Being pregnant with anemia is a serious condition and should be treated as soon as you find out about it, as it can cause other risks. It’s not just making you exhausted!

Being that exhausted is a sign from your body that something more is wrong!

If you let it go untreated then you’re at risk for:

  • Preterm labor
  • Your baby having a low birth weight 
  • Needing a blood transfusion if you lose too much blood during delivery
  • Postpartum depression 
  • Having a baby with anemia
  • Having a baby with developmental delays

Some of the risks above are risks due to other complications of pregnancy, as well. So, if you treat your anemia and still encounter one of the risks above, it may be from something else.

But, having a baby with anemia would be quite scary and worrisome. Even my doctor (who is also my baby’s pediatrician) recommends that women who were anemic during pregnancy and breastfeed (which is my case), should have their babies take a vitamin D that includes iron at 6 months of age. If you’re in the same situation as me, make sure you talk to your doctor before changing your infants vitamins.

When it is treated properly, there’s not as much to worry about. From my own experience:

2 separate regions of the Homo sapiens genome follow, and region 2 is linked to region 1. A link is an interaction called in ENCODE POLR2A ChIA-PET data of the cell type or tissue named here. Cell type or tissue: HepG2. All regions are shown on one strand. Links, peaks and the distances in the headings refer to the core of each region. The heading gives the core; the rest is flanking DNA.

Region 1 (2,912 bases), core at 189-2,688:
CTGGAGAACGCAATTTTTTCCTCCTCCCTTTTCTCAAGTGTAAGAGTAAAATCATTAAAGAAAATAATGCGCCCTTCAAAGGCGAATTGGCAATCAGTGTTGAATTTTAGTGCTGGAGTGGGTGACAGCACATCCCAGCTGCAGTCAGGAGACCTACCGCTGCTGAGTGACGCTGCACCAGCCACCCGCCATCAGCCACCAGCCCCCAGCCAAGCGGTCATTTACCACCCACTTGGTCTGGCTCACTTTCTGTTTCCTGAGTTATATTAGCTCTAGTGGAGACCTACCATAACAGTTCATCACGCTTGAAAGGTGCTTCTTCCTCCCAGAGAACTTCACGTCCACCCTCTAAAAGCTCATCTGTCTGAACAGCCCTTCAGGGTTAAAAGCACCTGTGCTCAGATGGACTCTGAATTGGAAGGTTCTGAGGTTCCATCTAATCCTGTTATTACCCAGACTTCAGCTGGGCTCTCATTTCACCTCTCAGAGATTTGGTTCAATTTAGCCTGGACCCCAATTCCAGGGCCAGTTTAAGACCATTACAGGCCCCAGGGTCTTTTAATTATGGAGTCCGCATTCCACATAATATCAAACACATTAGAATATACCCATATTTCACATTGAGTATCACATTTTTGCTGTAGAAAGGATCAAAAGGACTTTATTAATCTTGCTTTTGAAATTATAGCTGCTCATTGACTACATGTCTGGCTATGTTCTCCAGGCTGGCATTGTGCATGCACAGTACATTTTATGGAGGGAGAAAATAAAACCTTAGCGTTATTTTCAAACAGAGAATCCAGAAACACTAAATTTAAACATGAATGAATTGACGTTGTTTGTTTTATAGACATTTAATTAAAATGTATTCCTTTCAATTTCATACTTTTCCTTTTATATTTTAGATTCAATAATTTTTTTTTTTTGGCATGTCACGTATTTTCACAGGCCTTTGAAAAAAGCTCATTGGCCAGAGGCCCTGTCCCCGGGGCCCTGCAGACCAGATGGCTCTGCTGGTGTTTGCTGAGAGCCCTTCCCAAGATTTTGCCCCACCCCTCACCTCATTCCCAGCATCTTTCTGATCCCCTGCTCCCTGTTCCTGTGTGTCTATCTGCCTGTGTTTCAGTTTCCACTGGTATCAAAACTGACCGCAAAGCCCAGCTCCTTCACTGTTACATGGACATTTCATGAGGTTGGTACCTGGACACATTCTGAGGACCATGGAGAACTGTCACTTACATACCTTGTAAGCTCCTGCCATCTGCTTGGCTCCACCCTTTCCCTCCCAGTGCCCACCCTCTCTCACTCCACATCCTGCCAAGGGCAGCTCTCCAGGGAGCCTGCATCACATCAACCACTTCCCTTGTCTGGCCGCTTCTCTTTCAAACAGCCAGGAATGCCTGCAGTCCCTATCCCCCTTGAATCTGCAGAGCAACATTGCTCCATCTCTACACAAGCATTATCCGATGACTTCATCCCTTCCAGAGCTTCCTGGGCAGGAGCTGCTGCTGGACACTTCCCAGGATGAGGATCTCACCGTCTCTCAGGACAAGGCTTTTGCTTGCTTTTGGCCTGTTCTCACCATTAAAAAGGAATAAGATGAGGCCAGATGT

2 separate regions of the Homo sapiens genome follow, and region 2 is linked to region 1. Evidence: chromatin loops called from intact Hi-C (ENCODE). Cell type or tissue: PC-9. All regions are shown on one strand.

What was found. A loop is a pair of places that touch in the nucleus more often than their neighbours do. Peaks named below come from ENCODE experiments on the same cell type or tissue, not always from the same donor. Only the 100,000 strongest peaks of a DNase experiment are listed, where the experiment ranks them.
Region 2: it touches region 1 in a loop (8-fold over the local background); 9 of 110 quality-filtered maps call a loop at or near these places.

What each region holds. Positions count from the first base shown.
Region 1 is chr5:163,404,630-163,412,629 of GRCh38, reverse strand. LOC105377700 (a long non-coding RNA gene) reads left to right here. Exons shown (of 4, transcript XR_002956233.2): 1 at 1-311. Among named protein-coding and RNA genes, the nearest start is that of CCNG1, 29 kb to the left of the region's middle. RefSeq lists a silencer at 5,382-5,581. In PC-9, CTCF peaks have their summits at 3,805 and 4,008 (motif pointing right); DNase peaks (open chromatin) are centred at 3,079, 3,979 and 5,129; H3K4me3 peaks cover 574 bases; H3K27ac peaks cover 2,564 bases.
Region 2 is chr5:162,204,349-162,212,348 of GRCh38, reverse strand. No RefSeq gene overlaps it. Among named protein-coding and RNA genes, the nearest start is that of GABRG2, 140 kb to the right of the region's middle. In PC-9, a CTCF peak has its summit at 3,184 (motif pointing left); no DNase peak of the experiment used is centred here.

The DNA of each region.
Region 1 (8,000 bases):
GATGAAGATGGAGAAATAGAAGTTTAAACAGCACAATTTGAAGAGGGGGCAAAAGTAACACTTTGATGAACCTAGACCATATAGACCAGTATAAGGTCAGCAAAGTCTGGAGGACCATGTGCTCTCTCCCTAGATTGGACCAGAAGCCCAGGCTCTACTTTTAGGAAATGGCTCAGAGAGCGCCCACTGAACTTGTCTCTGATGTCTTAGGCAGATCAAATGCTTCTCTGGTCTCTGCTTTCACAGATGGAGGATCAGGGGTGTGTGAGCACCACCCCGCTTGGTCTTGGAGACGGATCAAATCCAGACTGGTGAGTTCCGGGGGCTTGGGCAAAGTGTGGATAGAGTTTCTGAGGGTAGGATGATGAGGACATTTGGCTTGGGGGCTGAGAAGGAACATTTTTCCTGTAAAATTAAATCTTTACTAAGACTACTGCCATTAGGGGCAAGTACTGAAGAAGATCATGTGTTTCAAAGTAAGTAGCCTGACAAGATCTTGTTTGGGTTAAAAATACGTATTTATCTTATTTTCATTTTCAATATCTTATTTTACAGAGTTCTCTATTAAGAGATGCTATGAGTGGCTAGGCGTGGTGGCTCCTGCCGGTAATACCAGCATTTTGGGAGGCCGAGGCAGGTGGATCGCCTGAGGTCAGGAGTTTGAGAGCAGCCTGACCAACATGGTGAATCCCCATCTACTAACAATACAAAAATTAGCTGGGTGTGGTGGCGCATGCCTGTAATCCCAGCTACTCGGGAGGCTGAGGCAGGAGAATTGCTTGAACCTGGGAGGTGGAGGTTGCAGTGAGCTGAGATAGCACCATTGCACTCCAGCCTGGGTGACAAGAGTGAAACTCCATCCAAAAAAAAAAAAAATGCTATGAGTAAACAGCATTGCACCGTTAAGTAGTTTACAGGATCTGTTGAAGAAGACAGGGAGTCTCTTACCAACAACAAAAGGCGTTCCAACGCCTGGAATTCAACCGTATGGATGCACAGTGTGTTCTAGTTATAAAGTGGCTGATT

• I went past my due date
  • My baby weighed 8 lbs 9 oz at birth (less than my second baby weighed, but more than my first)
  • No need for a blood transfusion, or any more medical intervention than normal (had a natural birth)
  • I may have had postpartum depression, but there are other factors that contribute to that
  • As far as I can tell, my baby is not anemic
  • And, my baby is not having any developmental delays, her doctor even said that she looked like she was sitting like a 6 month old at her 4 month well child visit!

Being Anemic While Pregnant Is Not The End Of The World!

So, know that being diagnosed with anemia during pregnancy isn’t the end of the world. 

It can be treated, and you can avoid the risks associated with it from taking the treatment seriously and doing what your doctor says.

Be sure to ask to be tested if you feel like you may be at risk for anemia, or are experiencing any of the symptoms associated with it. Don’t be afraid to bring it up to your doctor, they are there to help you.

And, if treated, you may even feel a ton better after you give birth!

Every pregnancy and recovery is different, but I felt better than ever in less than two weeks after giving birth!

To find out more about pregnancy and anemia, or about the other types of anemia, go here.

Want to Remember This? Pin 6 Ways To Feel Better When Anemic While Pregnant to your favorite Pinterest Board!!

6 Ways To Feel Better When Anemic While Pregnant